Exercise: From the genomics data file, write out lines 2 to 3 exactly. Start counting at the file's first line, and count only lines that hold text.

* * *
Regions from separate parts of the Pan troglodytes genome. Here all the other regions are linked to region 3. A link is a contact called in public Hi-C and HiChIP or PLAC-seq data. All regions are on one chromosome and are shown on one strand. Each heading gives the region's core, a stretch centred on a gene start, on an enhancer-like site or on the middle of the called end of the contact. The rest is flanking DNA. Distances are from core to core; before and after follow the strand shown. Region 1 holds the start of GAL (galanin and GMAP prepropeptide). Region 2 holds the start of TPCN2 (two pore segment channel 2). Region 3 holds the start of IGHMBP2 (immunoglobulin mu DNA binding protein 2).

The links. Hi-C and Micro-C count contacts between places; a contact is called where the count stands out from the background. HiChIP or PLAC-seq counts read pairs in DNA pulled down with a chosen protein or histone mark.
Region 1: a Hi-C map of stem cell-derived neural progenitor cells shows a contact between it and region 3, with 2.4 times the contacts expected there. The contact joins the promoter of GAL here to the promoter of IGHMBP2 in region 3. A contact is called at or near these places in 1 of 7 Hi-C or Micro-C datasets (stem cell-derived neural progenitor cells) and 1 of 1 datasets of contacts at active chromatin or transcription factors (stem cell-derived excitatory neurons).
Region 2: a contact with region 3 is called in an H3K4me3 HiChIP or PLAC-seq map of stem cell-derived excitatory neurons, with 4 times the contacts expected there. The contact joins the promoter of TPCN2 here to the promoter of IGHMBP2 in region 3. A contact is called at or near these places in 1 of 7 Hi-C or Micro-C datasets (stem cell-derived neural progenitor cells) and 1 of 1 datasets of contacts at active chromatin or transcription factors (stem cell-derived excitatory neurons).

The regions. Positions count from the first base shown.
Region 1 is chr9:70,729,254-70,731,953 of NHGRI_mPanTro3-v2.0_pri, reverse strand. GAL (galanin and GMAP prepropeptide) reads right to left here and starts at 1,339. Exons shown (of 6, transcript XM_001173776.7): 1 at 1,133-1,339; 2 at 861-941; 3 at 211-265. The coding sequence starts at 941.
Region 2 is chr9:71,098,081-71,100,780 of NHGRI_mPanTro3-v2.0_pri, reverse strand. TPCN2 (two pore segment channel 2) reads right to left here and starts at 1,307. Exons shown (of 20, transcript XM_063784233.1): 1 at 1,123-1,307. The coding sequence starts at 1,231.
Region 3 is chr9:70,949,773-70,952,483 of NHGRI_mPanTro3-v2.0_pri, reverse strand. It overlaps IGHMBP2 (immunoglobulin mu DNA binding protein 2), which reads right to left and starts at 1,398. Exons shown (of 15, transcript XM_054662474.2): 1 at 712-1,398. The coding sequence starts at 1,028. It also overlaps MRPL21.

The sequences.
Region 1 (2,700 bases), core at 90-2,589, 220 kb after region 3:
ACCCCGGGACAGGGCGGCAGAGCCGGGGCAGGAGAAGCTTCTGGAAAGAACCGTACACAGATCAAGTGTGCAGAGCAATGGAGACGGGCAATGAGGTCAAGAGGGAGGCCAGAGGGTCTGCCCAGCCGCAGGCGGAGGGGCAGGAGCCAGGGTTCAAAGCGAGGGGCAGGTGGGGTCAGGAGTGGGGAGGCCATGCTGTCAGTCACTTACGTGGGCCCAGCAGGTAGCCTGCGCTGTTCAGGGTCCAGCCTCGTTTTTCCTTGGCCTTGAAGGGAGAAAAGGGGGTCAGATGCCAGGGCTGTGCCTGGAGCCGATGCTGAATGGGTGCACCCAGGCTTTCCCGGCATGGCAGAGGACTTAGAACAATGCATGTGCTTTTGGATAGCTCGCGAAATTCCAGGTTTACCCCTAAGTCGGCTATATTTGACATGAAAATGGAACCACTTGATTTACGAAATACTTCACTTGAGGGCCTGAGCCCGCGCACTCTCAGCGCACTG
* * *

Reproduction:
The links. Hi-C and Micro-C count contacts between places; a contact is called where the count stands out from the background. HiChIP or PLAC-seq counts read pairs in DNA pulled down with a chosen protein or histone mark.
Region 1: a Hi-C map of stem cell-derived neural progenitor cells shows a contact between it and region 3, with 2.4 times the contacts expected there. The contact joins the promoter of GAL here to the promoter of IGHMBP2 in region 3. A contact is called at or near these places in 1 of 7 Hi-C or Micro-C datasets (stem cell-derived neural progenitor cells) and 1 of 1 datasets of contacts at active chromatin or transcription factors (stem cell-derived excitatory neurons).